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Inferring processes underlying B-cell repertoire diversity.

By Yuval Elhanati, Zachary Sethna, Quentin Marcou, Curtis G Callan, Thierry Mora, Aleksandra M Walczak

Posted 11 Feb 2015
bioRxiv DOI: 10.1101/015115 (published DOI: 10.1098/rstb.2014.0243)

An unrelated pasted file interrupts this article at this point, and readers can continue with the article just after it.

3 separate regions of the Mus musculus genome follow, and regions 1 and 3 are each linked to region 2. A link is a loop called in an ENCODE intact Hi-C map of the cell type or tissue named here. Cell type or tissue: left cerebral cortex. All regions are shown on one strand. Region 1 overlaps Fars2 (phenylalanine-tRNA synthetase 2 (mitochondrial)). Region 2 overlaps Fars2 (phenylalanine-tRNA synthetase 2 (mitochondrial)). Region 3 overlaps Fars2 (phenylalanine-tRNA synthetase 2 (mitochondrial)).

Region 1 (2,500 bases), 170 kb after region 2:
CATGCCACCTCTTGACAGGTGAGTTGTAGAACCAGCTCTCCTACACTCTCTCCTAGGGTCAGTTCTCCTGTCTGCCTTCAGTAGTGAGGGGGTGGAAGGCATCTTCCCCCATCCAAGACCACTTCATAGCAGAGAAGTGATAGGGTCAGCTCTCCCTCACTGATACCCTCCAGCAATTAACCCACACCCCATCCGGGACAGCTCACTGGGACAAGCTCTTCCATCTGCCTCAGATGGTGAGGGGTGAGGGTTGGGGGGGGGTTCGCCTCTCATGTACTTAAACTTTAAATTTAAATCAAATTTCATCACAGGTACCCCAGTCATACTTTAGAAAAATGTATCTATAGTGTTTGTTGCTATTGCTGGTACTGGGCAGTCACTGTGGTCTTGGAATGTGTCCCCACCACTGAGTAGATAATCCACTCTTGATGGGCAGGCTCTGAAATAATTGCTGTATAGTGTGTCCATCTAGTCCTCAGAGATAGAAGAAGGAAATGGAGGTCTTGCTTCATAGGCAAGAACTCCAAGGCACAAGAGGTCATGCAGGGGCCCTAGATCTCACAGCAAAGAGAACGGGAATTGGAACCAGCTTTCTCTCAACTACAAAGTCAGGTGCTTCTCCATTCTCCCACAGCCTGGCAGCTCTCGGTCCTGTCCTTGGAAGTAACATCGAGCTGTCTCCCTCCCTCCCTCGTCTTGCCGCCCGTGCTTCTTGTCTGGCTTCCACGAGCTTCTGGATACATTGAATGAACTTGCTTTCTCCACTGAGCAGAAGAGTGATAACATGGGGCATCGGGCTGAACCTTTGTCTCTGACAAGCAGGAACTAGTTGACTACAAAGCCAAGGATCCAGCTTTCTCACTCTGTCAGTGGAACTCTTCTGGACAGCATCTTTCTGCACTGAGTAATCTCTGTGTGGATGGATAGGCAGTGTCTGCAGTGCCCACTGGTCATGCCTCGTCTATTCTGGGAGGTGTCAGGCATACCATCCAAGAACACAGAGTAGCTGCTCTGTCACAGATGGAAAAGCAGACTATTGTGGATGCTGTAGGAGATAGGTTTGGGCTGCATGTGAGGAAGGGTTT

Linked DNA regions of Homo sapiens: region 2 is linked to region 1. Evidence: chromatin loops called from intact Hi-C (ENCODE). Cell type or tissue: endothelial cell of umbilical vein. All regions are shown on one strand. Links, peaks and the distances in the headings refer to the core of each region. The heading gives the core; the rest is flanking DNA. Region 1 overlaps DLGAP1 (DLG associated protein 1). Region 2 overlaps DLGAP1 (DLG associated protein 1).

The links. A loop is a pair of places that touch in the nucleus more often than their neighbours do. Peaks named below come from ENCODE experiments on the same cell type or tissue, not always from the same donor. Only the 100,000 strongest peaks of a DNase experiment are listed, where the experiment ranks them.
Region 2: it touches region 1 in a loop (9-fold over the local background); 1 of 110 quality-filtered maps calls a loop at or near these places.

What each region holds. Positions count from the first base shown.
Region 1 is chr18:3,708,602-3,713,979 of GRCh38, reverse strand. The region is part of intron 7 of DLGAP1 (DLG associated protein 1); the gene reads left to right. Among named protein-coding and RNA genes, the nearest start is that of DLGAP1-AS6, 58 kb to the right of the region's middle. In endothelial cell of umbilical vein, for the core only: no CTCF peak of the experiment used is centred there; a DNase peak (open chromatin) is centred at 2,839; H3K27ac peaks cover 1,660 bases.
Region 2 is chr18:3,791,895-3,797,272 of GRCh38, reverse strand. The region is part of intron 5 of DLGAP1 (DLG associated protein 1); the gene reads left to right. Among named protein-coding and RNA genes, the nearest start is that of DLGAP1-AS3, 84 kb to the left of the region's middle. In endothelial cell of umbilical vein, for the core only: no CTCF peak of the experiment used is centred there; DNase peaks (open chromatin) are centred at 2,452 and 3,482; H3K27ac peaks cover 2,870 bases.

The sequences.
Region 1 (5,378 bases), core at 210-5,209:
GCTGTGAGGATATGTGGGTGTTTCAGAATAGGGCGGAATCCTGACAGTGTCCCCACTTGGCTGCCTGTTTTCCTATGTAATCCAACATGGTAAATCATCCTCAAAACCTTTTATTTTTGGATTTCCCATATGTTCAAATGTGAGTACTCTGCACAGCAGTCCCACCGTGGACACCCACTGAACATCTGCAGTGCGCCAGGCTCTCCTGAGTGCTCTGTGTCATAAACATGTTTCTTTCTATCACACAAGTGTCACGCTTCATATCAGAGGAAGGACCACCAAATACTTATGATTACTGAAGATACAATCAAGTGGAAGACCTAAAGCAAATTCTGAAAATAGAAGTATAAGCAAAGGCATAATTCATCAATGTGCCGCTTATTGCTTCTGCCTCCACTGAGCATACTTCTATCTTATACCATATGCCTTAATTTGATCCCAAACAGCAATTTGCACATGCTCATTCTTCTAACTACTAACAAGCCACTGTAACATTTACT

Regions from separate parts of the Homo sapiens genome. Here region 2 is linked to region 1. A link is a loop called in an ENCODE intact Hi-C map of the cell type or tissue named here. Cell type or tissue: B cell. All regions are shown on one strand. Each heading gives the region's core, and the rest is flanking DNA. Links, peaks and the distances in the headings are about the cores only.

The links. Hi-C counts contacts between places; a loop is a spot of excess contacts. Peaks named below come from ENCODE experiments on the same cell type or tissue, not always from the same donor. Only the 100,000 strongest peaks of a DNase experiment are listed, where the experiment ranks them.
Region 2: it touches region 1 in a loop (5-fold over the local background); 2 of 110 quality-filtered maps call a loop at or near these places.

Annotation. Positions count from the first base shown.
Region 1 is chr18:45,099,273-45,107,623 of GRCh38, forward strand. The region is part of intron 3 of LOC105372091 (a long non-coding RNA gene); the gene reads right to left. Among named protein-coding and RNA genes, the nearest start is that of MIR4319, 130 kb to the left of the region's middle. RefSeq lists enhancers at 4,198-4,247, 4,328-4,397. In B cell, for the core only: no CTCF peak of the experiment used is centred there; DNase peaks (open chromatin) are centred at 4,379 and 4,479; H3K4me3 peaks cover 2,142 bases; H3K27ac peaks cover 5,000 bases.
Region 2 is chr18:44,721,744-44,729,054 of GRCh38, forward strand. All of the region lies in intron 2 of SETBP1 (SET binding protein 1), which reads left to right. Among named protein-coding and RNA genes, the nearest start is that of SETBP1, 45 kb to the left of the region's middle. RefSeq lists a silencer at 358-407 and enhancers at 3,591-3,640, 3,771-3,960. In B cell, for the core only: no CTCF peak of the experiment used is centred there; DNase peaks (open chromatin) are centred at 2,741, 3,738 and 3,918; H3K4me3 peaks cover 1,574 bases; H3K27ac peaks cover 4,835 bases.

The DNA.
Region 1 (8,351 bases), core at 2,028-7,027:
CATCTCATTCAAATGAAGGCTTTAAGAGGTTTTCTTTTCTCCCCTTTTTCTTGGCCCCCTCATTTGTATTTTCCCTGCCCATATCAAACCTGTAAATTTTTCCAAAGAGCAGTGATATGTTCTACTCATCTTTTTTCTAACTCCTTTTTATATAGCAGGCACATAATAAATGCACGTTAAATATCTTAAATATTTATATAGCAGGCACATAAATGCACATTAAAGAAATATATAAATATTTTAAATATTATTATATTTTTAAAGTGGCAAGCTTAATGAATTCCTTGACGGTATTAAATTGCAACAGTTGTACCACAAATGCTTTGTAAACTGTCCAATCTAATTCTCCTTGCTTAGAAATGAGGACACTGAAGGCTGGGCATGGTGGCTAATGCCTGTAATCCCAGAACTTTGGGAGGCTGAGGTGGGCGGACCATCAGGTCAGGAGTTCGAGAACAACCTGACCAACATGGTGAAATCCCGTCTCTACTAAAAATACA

We quantify the VDJ recombination and somatic hypermutation processes in human B-cells using probabilistic inference methods on high-throughput DNA sequence repertoires of human B-cell receptor heavy chains. Our analysis captures the statistical properties of the naive repertoire, first after its initial generation via VDJ recombination and then after selection for functionality. We also infer statistical properties of the somatic hypermutation machinery (exclusive of subsequent effects of selection). Our main results are the following: the B-cell repertoire is substantially more diverse than T-cell repertoires, due to longer junctional insertions; sequences that pass initial selection are distinguished by having a higher probability of being generated in a VDJ recombination event; somatic hypermutations have a non-uniform distribution along the V gene that is well explained by an independent site model for the sequence context around the hypermutation site.

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